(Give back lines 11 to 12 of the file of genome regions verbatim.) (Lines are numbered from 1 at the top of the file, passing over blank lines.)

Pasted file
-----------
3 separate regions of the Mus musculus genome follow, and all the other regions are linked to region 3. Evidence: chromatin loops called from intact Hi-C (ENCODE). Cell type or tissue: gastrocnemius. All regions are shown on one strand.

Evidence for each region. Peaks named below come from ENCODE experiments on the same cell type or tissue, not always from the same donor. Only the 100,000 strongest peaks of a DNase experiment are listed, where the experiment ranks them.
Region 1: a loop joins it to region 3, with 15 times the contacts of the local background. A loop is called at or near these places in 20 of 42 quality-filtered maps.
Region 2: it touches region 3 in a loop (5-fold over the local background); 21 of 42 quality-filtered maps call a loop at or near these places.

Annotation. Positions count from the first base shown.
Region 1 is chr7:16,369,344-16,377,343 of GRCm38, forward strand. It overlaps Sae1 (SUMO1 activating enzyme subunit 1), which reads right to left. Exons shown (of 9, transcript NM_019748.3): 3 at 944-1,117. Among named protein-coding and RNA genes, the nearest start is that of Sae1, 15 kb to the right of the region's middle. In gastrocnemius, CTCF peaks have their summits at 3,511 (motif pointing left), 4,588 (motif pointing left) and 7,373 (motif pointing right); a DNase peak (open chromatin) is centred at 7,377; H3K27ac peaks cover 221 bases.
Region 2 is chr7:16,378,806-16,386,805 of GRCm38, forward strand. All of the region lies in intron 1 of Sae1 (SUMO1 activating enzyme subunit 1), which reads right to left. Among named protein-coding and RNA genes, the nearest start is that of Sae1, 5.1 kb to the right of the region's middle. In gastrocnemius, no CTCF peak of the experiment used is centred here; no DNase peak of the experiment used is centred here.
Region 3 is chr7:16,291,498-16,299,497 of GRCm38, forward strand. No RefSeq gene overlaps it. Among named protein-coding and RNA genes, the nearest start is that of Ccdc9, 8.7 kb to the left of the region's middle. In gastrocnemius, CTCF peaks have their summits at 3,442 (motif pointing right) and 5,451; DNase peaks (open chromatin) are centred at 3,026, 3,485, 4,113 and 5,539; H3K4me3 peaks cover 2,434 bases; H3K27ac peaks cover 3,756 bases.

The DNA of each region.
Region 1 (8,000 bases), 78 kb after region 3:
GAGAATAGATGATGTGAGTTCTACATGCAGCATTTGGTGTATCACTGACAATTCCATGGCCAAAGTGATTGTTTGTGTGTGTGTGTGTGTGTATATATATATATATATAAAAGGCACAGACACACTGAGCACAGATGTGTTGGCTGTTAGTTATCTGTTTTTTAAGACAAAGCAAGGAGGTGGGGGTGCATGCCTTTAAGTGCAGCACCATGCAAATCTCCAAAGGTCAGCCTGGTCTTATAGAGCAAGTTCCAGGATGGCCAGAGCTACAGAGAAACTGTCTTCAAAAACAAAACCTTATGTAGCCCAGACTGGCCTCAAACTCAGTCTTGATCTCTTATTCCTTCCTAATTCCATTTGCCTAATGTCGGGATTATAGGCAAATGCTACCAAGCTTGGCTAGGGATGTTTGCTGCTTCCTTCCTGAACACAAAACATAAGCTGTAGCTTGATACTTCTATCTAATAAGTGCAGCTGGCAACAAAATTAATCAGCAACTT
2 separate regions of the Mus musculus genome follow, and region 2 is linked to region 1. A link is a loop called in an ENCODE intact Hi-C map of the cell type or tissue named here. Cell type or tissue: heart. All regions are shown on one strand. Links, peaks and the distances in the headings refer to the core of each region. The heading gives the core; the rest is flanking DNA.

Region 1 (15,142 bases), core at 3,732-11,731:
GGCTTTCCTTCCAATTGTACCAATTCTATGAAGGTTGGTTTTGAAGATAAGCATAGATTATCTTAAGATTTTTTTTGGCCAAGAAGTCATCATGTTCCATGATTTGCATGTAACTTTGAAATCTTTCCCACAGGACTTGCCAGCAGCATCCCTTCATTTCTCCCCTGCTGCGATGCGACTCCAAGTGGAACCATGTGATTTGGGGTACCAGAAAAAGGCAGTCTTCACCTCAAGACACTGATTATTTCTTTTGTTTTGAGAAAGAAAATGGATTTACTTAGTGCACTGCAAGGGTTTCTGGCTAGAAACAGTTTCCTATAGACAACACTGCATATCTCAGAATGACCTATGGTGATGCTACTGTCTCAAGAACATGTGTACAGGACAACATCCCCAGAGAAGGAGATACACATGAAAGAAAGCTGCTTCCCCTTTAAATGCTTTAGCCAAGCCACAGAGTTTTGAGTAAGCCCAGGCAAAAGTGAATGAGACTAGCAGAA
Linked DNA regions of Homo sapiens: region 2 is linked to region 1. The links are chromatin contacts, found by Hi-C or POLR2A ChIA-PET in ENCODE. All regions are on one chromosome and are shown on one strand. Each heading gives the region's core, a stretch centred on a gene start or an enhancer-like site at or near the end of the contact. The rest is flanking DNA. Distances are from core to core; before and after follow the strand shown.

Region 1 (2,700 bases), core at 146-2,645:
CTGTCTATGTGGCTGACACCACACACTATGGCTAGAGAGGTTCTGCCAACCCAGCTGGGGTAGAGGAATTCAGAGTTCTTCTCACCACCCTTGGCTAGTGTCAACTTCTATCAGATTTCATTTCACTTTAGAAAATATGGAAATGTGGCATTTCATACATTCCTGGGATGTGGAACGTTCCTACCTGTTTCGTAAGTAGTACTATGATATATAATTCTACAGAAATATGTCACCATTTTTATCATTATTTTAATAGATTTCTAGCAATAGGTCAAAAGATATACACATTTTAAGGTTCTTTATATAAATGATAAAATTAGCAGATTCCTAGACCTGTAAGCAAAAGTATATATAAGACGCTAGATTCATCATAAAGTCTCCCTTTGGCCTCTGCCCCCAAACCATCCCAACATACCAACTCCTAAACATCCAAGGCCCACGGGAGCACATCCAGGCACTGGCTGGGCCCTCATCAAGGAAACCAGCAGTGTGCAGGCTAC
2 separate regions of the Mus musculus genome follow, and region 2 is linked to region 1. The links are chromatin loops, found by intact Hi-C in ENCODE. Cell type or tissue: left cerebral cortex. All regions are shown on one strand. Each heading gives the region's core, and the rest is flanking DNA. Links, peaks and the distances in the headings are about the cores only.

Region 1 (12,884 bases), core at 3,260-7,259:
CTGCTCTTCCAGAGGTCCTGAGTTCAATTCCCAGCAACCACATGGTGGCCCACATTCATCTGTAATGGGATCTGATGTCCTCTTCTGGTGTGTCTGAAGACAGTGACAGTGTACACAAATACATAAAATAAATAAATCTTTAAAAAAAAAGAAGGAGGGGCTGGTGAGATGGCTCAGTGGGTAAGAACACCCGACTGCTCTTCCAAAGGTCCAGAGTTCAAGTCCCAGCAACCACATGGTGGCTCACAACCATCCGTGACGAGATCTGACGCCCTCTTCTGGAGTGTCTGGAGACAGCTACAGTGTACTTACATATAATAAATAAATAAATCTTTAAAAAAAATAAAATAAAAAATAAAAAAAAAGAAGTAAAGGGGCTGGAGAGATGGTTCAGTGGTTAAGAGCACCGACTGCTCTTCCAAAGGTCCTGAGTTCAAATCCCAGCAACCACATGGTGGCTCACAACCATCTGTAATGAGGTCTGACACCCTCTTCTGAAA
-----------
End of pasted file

GAGAATAGATGATGTGAGTTCTACATGCAGCATTTGGTGTATCACTGACAATTCCATGGCCAAAGTGATTGTTTGTGTGTGTGTGTGTGTGTATATATATATATATATAAAAGGCACAGACACACTGAGCACAGATGTGTTGGCTGTTAGTTATCTGTTTTTTAAGACAAAGCAAGGAGGTGGGGGTGCATGCCTTTAAGTGCAGCACCATGCAAATCTCCAAAGGTCAGCCTGGTCTTATAGAGCAAGTTCCAGGATGGCCAGAGCTACAGAGAAACTGTCTTCAAAAACAAAACCTTATGTAGCCCAGACTGGCCTCAAACTCAGTCTTGATCTCTTATTCCTTCCTAATTCCATTTGCCTAATGTCGGGATTATAGGCAAATGCTACCAAGCTTGGCTAGGGATGTTTGCTGCTTCCTTCCTGAACACAAAACATAAGCTGTAGCTTGATACTTCTATCTAATAAGTGCAGCTGGCAACAAAATTAATCAGCAACTT
2 separate regions of the Mus musculus genome follow, and region 2 is linked to region 1. A link is a loop called in an ENCODE intact Hi-C map of the cell type or tissue named here. Cell type or tissue: heart. All regions are shown on one strand. Links, peaks and the distances in the headings refer to the core of each region. The heading gives the core; the rest is flanking DNA.